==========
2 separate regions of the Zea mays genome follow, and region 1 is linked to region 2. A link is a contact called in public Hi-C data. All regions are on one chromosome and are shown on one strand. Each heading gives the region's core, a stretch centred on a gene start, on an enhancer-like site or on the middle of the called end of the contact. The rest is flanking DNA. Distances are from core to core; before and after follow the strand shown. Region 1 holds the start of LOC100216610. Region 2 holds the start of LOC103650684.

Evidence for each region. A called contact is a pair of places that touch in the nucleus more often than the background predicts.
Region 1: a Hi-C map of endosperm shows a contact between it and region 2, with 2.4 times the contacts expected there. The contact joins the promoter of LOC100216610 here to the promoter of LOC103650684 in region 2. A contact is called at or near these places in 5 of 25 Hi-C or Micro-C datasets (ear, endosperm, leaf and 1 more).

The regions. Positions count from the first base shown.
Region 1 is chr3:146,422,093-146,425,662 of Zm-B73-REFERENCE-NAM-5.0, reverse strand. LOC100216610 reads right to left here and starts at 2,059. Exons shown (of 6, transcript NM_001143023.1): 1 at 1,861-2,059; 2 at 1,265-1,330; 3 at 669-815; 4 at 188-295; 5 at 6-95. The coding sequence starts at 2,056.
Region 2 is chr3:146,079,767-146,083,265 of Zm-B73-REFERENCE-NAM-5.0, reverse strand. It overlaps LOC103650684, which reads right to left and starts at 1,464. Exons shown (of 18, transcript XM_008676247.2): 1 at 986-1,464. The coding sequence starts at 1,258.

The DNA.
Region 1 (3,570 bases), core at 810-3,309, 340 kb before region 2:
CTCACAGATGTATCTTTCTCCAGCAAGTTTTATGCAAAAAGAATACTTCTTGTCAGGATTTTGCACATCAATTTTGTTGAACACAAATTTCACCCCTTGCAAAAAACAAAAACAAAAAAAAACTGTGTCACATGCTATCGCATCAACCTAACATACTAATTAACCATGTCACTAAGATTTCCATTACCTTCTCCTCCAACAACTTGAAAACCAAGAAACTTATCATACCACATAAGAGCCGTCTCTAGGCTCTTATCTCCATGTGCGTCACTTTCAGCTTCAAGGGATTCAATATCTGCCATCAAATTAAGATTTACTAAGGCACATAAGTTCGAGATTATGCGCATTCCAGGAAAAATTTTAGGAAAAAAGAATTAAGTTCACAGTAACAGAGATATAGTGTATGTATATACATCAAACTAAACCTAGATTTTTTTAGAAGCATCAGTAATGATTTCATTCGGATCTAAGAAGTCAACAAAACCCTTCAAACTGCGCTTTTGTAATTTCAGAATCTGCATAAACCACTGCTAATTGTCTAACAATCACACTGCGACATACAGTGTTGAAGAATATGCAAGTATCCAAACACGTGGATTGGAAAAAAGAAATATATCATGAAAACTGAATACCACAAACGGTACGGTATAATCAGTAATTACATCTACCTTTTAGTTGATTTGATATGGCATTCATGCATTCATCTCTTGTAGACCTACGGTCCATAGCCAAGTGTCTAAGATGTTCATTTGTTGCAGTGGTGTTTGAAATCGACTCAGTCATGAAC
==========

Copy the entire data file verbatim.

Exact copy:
2 separate regions of the Zea mays genome follow, and region 1 is linked to region 2. A link is a contact called in public Hi-C data. All regions are on one chromosome and are shown on one strand. Each heading gives the region's core, a stretch centred on a gene start, on an enhancer-like site or on the middle of the called end of the contact. The rest is flanking DNA. Distances are from core to core; before and after follow the strand shown. Region 1 holds the start of LOC100216610. Region 2 holds the start of LOC103650684.

Evidence for each region. A called contact is a pair of places that touch in the nucleus more often than the background predicts.
Region 1: a Hi-C map of endosperm shows a contact between it and region 2, with 2.4 times the contacts expected there. The contact joins the promoter of LOC100216610 here to the promoter of LOC103650684 in region 2. A contact is called at or near these places in 5 of 25 Hi-C or Micro-C datasets (ear, endosperm, leaf and 1 more).

The regions. Positions count from the first base shown.
Region 1 is chr3:146,422,093-146,425,662 of Zm-B73-REFERENCE-NAM-5.0, reverse strand. LOC100216610 reads right to left here and starts at 2,059. Exons shown (of 6, transcript NM_001143023.1): 1 at 1,861-2,059; 2 at 1,265-1,330; 3 at 669-815; 4 at 188-295; 5 at 6-95. The coding sequence starts at 2,056.
Region 2 is chr3:146,079,767-146,083,265 of Zm-B73-REFERENCE-NAM-5.0, reverse strand. It overlaps LOC103650684, which reads right to left and starts at 1,464. Exons shown (of 18, transcript XM_008676247.2): 1 at 986-1,464. The coding sequence starts at 1,258.

The DNA.
Region 1 (3,570 bases), core at 810-3,309, 340 kb before region 2:
CTCACAGATGTATCTTTCTCCAGCAAGTTTTATGCAAAAAGAATACTTCTTGTCAGGATTTTGCACATCAATTTTGTTGAACACAAATTTCACCCCTTGCAAAAAACAAAAACAAAAAAAAACTGTGTCACATGCTATCGCATCAACCTAACATACTAATTAACCATGTCACTAAGATTTCCATTACCTTCTCCTCCAACAACTTGAAAACCAAGAAACTTATCATACCACATAAGAGCCGTCTCTAGGCTCTTATCTCCATGTGCGTCACTTTCAGCTTCAAGGGATTCAATATCTGCCATCAAATTAAGATTTACTAAGGCACATAAGTTCGAGATTATGCGCATTCCAGGAAAAATTTTAGGAAAAAAGAATTAAGTTCACAGTAACAGAGATATAGTGTATGTATATACATCAAACTAAACCTAGATTTTTTTAGAAGCATCAGTAATGATTTCATTCGGATCTAAGAAGTCAACAAAACCCTTCAAACTGCGCTTTTGTAATTTCAGAATCTGCATAAACCACTGCTAATTGTCTAACAATCACACTGCGACATACAGTGTTGAAGAATATGCAAGTATCCAAACACGTGGATTGGAAAAAAGAAATATATCATGAAAACTGAATACCACAAACGGTACGGTATAATCAGTAATTACATCTACCTTTTAGTTGATTTGATATGGCATTCATGCATTCATCTCTTGTAGACCTACGGTCCATAGCCAAGTGTCTAAGATGTTCATTTGTTGCAGTGGTGTTTGAAATCGACTCAGTCATGAAC